For the first of these I Answer, that Kings in their wicked and ungodly courses have bin resisted by their people, the Spirit of God speaking by way of commendation of them for it, or at least wise not disapproving the same. This is evident by divers places of Scripture; As first of all we have an example hereof in Ionathans case. 1 Sam. 14 44. where because that lonathan had eaten a little Honey, contrary to the Commandement of his Father Saul, who was then King of Israel he would have put him to death; there­upon the people stand up in his just defence, against Saul his Father, saying. Shall Iona­than die who hath wrought this great salvation in Israel, God forbid, as the Lord lives there shall not one haire of his head fall to the ground, for he hath wrought with God this day. Then it followes, the people rescued Ionathan that he died not. Did they not think you resist Saul, when the people rescued him out of his hand whether he would or no, and contrary to the Oath that he had sworne?

Secondly, we have the example of David in Keilah, 1 Sam. 23.7 &c. where David being at Keilah, and Saul hearing of it, thought he had got now his oportunity to take him, that he might kill him, as oftentimes he had before indeavoured: but it so pleased God that this came to Davids eares, that Saul secretly practised mischief against him, to come and take away his life. Hereupon David inquires of God, First to know whe­ther it were so or no, as that Saul would come down to Keilah? God answers him, that he would. Therupon the second time he asks him Whether the men of Keilah would de­liver him and his men into the hand of Saul, or no? God answers him that he would deliver him up. By this last it doth clearly appeare, that if so be the Keilites would have bin true to David, and have stood to him, he would have maintained the Town against Saul, and have defended himselfe in it: otherwise, why should David aske God the se­cond time, Whether the men of Keilah would deliver him up and his men into the hands of Saul, or no? he might have gone his way, when that he heard Saul would come down, without asking any more questions, unlesse we will say that the second question, which David propounded to aske of God, was frivolous and vaine, and so consequently the answer that God gave it; which I suppose there are none will be so bold as to affirme. (This was the very case of Sir Iohn Hotham in Hull, who for this very action His Majestie was pleased to Proclaime him Traytor.)

Then againe, it may be further said of David, if he had not had a purpose to have resisted Saul in case of exigency, and extremity, what did he with 600. men about him? he might have fled from Saul when he was coming towards him, without such a train and guard of men attending him, and so have saved himselfe without them. Nay, he might in all probability have escaped his hands better, for had he not had so many with him, he might have kept himselfe the more close, and secret, so that he could not have bin so easily discovered. And besides this we read 1 Chron. 12.22. that There came to David to help him before Sauls death an hoast, like the hoast of God: and what? was all this preparation and assistance for nothing?

One more example I will bring out of the Scriptures, and that is of King Vzziah, 2 Chron. 26 16. who incroached upon the Office of the Priests, and would take upon him to offer Incense in the Temple of the Lord, contrary to the expresse commande­ment of God: whereupon it is said in the 17. verse, that Azariah the Priest went in after [Page]him, and with him fourescore Priests of the Lord, that were valiant men, and they withstood Vzzi­ah the King, and said unto him, it pertaineth not to thee Vzziah to burn Incense unto the Lord, but to the Priests the sons of Aaron, that are consecrated to burn incense; goe out of the Sanctuary, for thou hast trespassed, neither shall it be for thine honour from the Lord God. Then Vzziah was wroth, and had a Censour in his hand to burn Incense: and while he was wroth with the Priests, the Leprosie even rose upon his forehead, before the Priests in the house of the Lord, besides the In­cense altar. Then Azariah the chief Priest, and all the Priests looking upon him, and beholding that he was leprous in his forehead, thrust him out from thence. If this be not resistance, I know not what is.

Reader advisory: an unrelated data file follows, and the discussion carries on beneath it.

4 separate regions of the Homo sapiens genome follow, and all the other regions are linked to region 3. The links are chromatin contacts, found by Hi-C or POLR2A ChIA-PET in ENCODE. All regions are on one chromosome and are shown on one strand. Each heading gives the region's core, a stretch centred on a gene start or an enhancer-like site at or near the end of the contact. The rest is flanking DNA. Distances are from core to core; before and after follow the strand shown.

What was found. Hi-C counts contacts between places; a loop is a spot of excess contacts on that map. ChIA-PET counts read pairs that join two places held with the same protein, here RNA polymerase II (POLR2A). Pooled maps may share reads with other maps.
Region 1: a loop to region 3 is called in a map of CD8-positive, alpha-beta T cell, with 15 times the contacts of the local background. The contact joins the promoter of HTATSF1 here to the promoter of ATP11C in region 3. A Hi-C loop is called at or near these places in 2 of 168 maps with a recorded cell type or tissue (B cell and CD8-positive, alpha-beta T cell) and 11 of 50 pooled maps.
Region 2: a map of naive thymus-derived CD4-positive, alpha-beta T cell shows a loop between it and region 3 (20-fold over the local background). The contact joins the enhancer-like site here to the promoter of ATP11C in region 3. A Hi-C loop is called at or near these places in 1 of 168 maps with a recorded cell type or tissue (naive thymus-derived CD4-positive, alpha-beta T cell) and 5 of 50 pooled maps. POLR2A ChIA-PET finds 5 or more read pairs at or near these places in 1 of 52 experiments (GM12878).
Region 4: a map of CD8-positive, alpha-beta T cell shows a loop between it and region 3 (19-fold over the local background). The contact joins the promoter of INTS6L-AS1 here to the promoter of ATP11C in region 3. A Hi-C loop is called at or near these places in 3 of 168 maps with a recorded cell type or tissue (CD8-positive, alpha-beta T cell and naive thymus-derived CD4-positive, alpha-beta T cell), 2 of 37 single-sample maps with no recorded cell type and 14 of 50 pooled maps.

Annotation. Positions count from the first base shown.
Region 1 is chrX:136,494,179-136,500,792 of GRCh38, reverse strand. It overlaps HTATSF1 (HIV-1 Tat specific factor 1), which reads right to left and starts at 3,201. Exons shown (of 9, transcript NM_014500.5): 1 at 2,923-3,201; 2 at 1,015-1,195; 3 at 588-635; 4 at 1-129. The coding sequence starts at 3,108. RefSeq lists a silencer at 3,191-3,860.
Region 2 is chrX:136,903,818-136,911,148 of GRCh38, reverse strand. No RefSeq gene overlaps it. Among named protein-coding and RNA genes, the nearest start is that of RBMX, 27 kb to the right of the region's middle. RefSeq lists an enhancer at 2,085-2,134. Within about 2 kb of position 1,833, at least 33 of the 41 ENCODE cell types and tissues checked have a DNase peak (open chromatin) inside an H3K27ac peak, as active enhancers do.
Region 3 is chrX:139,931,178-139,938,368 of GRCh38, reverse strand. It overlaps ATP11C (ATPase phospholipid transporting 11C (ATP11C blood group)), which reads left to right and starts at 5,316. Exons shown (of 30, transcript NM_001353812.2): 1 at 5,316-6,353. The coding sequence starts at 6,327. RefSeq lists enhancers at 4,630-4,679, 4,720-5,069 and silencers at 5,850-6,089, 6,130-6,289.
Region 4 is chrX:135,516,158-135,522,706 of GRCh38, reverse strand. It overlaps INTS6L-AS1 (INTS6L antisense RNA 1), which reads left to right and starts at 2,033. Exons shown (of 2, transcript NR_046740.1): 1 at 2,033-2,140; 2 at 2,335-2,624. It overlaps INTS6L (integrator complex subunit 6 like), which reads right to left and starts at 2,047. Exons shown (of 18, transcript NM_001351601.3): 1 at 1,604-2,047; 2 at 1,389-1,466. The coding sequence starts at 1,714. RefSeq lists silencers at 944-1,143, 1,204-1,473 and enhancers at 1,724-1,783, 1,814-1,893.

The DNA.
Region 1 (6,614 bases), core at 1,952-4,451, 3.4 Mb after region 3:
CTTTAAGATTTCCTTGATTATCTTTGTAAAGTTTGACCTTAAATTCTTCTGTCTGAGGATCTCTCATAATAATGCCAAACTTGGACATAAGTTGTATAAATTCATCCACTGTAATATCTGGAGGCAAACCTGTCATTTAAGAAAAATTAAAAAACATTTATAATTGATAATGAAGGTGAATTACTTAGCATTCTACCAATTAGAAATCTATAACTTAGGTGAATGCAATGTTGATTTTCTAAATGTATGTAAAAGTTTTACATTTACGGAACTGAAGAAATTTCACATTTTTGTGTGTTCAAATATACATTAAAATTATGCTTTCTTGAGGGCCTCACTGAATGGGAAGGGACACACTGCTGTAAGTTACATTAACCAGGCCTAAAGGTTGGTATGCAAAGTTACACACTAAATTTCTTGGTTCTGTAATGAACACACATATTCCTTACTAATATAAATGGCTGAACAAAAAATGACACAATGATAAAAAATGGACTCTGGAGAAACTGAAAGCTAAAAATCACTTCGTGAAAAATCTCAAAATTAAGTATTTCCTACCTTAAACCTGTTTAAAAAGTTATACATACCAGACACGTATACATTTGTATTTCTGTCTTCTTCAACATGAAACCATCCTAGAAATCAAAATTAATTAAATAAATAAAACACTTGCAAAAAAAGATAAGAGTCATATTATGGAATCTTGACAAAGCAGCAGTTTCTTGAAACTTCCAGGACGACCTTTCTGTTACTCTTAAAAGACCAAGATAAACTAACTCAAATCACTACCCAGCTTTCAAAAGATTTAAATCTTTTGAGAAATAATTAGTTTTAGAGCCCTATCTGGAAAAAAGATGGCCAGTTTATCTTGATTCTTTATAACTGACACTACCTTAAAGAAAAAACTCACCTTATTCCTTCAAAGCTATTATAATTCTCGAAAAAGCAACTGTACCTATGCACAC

Besides all this, the more to stoppe the mouthes of such ill affected persons in our times, that will take upon them to make much more of Kings, then ever God made or did intend there are examples even in the Primitive times among the Christians, who have resisted their Kings in their sinfull and unlawfull actions. As to instance in Lyci­nius the Emperour who had granted to the Christians to injoy their Religion, yet after­wards turning persecutor, they sent for Constantine the great to assist them against him, and overthrew him. And againe being persecuted by the King of Persia, the Christi­ans sent for Theodosius the Emperour to help them against him. And I doubt not but if the Ecclesiasticall Histories of those times were searched there might more examples of this nature be found out.

But besides all this, we have seen and known the like in our own times, as lately in the Scots, whom the King himselfe, that now is, acquitted, when he came to a right understanding. So the Protestants in France, England all Queen Elizabeths dayes did help them. In our dayes again in King Charles his own reigne, we sent over a great Force, in shew at least, to help Rochel against the King of France. So in High Iermanie. the Princes there maintain their right against Charles the 5, and were helped by France and England. In the Neather-Lands it is evident from the beginning. Now shall we take upon us to condemn all these Churches for so doing?

Then for the second, which is the principall point here in dispute, Whether Kings in case they doe Tyrannize over their People Oppresse, Spoile and Destroy their Sub­jects, and doe other such like wicked and unnaturall actions may have Censure and Punishment inflicted upon them, according to the nature of their severall Offences? They say where is there any example or expresse command in Scripture for this?